Pseudomonas aeruginosa is a ubiquitous opportunistic bacterium that causes diseases in animals and humans. This study aimed to investigate the genetic diversity, antimicrobial resistance, biofilm formation, and virulence and antibiotic resistance genes of P. aeruginosa isolated from the uterus of cow, camel, and mare with clinical endometritis and their drinking water. Among the 180 uterine swabs and 90 drinking water samples analysed, 54 (20%) P. aeruginosa isolates were recovered. Isolates were identified biochemically to the genus level by the automated Vitek 2 system and genetically by the amplification of the gyrB gene and the sequencing of the 16S rRNA gene. Multilocus sequence typing identified ten different sequence types for the P. aeruginosa isolates. The identification of ST2012 was significantly (p ≤ 0.05) higher than that of ST296, ST308, ST111, and ST241. The isolates exhibited significantly (p ≤ 0.05) increased resistance to piperacillin (77.8%), ciprofloxacin (59.3%), gentamicin (50%), and ceftazidime (38.9%). Eight (14.8%) isolates showed resistance to imipenem; however, none of the isolates showed resistance to colistin. Multidrug resistance (MDR) was observed in 24 isolates (44.4%) with a multiple antibiotic resistance index ranging from 0.44 to 0.77. MDR was identified in 30 (33.3%) isolates. Furthermore, 38.8% and 9.2% of the isolates exhibited a positive extended-spectrum-β-lactamase (ESBL) and metallo-β-lactamase (MBL) phenotype, respectively. The most prevalent β-lactamase encoding genes were blaTEM and blaCTX-M, however, the blaIPM gene was not detected in any of the isolates. Biofilm formation was observed in 49 (90.7%) isolates classified as: 11.1% weak biofilm producers; 38.9% moderate biofilm producers; 40.7% strong biofilm producers. A positive correlation was observed between the MAR index and biofilm formation. In conclusion, the results highlighted that farm animals with clinical endometritis could act as a reservoir for MDR and virulent P. aeruginosa. The emergence of ESBLs and MBLs producing P. aeruginosa in different farm animals is a public health concern. Therefore, surveillance programs to monitor and control MDR P. aeruginosa in animals are required. Full article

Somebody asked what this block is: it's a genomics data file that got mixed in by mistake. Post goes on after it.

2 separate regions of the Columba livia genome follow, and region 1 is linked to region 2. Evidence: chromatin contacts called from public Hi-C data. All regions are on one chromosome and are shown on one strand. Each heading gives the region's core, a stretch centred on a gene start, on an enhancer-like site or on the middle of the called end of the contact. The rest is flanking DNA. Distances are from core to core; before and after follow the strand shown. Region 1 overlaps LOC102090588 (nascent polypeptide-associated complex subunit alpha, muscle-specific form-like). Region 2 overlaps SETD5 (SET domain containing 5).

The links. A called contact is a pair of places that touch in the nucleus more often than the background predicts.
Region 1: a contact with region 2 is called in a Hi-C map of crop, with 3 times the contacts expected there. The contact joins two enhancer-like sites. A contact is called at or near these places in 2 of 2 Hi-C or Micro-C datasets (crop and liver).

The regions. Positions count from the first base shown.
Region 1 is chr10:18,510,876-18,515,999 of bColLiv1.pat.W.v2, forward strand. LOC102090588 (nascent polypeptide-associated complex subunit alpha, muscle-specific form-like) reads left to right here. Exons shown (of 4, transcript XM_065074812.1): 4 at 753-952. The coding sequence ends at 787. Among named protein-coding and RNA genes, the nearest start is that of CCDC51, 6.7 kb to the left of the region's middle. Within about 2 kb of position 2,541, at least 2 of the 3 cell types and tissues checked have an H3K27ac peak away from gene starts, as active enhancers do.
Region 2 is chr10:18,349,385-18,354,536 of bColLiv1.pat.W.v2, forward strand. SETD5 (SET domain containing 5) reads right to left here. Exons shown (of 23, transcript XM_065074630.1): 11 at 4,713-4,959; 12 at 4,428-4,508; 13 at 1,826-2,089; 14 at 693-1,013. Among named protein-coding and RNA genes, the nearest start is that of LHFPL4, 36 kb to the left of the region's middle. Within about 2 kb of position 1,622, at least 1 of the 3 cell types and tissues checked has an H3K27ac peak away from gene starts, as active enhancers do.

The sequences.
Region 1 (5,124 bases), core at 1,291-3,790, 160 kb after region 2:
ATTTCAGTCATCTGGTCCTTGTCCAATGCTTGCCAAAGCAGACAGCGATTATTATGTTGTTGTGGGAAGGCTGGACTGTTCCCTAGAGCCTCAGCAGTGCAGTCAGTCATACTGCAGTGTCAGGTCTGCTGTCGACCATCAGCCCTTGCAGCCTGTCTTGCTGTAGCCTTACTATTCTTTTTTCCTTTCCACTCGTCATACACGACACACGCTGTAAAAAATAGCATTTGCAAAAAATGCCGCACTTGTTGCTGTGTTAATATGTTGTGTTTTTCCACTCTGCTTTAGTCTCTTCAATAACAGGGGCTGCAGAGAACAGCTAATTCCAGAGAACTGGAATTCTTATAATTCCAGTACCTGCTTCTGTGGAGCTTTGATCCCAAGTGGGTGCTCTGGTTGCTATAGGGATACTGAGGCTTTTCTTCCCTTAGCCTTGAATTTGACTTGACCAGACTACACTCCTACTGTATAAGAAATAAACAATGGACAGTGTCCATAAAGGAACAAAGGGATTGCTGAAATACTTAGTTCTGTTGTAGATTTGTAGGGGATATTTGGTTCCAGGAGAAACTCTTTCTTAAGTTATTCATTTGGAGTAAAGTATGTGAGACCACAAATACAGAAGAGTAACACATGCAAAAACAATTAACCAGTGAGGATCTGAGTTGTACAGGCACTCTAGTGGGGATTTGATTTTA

(This article belongs to the Special Issue Antimicrobial Use and Resistance in Animals)
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Article
Antimicrobial Susceptibility Profiles of Bacteria Commonly Isolated from Farmed Salmonids in Atlantic Canada (2000–2021)
Vet. Sci. 2022, 9(4), 159; https://doi.org/10.3390/vetsci9040159 - 25 Mar 2022
Cited by 1 | Viewed by 3098
Abstract
Bacterial infection and antimicrobial resistance are important constraints in the production and sustainability of farmed salmonids. This retrospective study aimed to describe the frequency of bacterial isolates and antimicrobial resistance profiles in salmonid aquaculture in Atlantic Canada. Bacterial isolates and antimicrobial susceptibility testing [...] Read more.
Bacterial infection and antimicrobial resistance are important constraints in the production and sustainability of farmed salmonids. This retrospective study aimed to describe the frequency of bacterial isolates and antimicrobial resistance profiles in salmonid aquaculture in Atlantic Canada. Bacterial isolates and antimicrobial susceptibility testing (AST) results assessed by disk diffusion testing were summarized for 18,776 Atlantic salmon (Salmo salar) and rainbow trout (Oncorhynchus mykiss) samples from 2291 unique cases submitted to the Atlantic Veterinary College, Aquatic Diagnostic Services Bacteriology Laboratory from 2000 to 2021. Kidney was the most commonly submitted tissue (60.29%, n = 11,320), and these specimens were mostly submitted as swabs (63.68%, n = 11,957). The most prevalent pathogens detected in these cases were Yersinia ruckeri type 1 (5.54%, n = 127), Renibacterium salmoninarum (2.10%, n = 48), Aeromonas salmonicida (atypical) (1.66%, n = 38), and Pseudomonas fluorescens (1.22%, n = 28). Most bacterial isolates tested (n = 918) showed resistance to florfenicol, oxytetracycline, ormetoprim-sulfadimethoxine, and trimethoprim-sulfamethoxazole, but not to enrofloxacin. This report provides baseline data for antimicrobial surveillance programs that investigate emerging antimicrobial resistance trends in salmonid aquaculture in Atlantic Canada. Full article
(This article belongs to the Special Issue Antimicrobial Use and Resistance in Animals)